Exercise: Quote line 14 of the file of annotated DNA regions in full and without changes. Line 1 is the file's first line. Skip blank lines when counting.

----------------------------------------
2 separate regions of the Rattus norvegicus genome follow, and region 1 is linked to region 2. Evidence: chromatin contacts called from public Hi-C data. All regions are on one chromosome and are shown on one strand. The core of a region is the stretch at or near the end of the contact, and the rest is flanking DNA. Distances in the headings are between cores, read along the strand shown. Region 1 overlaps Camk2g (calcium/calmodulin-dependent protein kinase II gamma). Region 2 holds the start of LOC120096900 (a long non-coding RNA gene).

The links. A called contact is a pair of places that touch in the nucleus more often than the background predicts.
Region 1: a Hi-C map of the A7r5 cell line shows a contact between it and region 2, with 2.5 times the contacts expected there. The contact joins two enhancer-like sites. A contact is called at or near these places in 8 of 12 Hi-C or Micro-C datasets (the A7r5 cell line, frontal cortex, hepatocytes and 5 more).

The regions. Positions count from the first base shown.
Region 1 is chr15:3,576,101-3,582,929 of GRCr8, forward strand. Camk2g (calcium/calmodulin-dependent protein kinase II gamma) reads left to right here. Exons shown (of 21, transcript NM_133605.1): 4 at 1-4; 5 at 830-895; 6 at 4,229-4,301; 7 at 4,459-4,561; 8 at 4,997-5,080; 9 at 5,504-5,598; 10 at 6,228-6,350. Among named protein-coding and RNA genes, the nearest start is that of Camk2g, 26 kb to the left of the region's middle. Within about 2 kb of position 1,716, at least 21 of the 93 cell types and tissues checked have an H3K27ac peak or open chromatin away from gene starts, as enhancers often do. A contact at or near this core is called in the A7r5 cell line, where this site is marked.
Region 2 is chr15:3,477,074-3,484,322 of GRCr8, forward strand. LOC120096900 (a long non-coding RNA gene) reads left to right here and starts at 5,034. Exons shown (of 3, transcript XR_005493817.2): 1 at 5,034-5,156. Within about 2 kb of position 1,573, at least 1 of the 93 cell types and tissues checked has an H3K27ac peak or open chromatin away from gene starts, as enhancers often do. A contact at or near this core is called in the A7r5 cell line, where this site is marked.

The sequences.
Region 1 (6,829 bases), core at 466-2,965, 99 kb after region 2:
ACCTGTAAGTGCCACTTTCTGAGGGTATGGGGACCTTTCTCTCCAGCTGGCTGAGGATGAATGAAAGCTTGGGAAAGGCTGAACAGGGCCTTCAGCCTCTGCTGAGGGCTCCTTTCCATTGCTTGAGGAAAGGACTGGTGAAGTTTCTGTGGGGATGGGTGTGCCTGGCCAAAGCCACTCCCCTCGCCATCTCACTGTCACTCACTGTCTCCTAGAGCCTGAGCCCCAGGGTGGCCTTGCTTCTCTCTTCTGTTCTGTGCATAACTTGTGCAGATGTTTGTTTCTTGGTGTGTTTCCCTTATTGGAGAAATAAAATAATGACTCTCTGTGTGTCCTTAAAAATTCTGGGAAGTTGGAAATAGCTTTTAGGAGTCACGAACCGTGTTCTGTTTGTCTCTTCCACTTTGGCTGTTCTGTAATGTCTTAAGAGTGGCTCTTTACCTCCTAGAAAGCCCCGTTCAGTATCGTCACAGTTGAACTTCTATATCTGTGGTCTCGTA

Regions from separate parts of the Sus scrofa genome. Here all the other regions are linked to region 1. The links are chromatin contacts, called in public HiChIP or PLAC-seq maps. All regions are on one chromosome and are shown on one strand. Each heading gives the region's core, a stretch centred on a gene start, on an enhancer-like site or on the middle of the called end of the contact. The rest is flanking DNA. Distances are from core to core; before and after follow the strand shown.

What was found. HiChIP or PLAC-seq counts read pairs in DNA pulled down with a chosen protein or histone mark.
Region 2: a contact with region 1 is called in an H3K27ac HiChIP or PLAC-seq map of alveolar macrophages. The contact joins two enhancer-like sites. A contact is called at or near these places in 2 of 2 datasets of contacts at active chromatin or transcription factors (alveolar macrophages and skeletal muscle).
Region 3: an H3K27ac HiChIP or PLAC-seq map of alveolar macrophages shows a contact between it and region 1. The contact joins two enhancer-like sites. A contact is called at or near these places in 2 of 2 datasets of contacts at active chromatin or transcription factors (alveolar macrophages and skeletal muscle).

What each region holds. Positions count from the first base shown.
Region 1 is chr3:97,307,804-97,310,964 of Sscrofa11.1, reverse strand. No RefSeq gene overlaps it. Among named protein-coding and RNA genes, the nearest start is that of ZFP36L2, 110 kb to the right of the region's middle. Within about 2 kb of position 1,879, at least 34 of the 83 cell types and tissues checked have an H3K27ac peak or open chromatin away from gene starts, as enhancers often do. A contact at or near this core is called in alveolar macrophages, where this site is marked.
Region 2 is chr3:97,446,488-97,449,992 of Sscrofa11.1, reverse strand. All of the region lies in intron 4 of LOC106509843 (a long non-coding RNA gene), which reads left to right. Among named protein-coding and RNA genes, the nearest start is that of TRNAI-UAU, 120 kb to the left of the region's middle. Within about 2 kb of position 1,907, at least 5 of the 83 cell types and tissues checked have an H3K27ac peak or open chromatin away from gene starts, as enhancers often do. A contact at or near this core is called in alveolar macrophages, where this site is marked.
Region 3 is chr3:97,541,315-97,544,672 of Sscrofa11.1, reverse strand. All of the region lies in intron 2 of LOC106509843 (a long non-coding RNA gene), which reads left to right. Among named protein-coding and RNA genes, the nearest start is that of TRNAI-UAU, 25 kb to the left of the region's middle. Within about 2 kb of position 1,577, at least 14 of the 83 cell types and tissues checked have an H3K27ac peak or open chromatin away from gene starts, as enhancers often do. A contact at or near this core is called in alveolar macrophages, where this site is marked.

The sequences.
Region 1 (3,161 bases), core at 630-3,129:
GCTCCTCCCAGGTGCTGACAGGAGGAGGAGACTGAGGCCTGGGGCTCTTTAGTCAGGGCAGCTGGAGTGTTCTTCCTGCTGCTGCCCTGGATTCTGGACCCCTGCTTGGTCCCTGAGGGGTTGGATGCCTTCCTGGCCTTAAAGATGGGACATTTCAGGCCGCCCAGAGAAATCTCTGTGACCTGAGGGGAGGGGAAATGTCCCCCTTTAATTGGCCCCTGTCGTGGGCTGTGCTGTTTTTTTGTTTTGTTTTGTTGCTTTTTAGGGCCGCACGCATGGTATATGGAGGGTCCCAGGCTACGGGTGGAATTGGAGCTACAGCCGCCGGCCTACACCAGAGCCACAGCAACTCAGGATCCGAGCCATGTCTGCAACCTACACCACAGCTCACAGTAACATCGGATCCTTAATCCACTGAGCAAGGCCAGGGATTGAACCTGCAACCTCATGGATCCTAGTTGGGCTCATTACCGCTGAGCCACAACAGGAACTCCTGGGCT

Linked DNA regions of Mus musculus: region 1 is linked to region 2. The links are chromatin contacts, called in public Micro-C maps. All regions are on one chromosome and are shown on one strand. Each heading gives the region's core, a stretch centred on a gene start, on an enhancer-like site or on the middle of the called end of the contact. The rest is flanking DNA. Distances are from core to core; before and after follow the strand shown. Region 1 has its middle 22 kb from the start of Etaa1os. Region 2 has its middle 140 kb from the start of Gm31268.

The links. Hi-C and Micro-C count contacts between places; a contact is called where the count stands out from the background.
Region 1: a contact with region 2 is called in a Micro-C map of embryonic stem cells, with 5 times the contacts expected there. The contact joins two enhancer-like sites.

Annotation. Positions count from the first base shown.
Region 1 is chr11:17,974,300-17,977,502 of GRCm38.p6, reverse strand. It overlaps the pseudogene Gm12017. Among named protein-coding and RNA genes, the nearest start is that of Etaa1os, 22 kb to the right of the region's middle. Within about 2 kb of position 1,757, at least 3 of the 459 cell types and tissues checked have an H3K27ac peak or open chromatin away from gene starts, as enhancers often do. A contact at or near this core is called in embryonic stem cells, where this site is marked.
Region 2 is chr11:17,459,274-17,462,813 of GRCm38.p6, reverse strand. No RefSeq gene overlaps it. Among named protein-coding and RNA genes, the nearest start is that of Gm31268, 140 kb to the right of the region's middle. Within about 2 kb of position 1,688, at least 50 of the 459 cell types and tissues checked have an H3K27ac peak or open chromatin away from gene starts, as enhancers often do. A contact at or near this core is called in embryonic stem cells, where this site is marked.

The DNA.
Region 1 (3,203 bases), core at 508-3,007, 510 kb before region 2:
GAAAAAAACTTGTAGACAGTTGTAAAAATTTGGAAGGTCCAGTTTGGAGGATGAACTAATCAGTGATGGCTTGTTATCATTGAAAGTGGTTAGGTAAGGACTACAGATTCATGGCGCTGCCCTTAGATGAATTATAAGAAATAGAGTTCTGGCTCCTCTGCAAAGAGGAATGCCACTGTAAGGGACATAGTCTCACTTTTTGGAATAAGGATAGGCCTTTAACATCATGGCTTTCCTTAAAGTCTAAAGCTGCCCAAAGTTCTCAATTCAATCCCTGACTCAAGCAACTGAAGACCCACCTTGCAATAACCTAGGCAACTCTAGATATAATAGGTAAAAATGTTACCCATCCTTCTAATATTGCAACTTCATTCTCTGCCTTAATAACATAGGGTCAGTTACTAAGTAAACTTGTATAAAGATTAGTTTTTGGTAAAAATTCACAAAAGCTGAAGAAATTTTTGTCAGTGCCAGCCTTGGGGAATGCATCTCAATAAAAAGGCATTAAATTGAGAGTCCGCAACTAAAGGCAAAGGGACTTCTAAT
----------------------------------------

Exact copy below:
What each region holds. Positions count from the first base shown.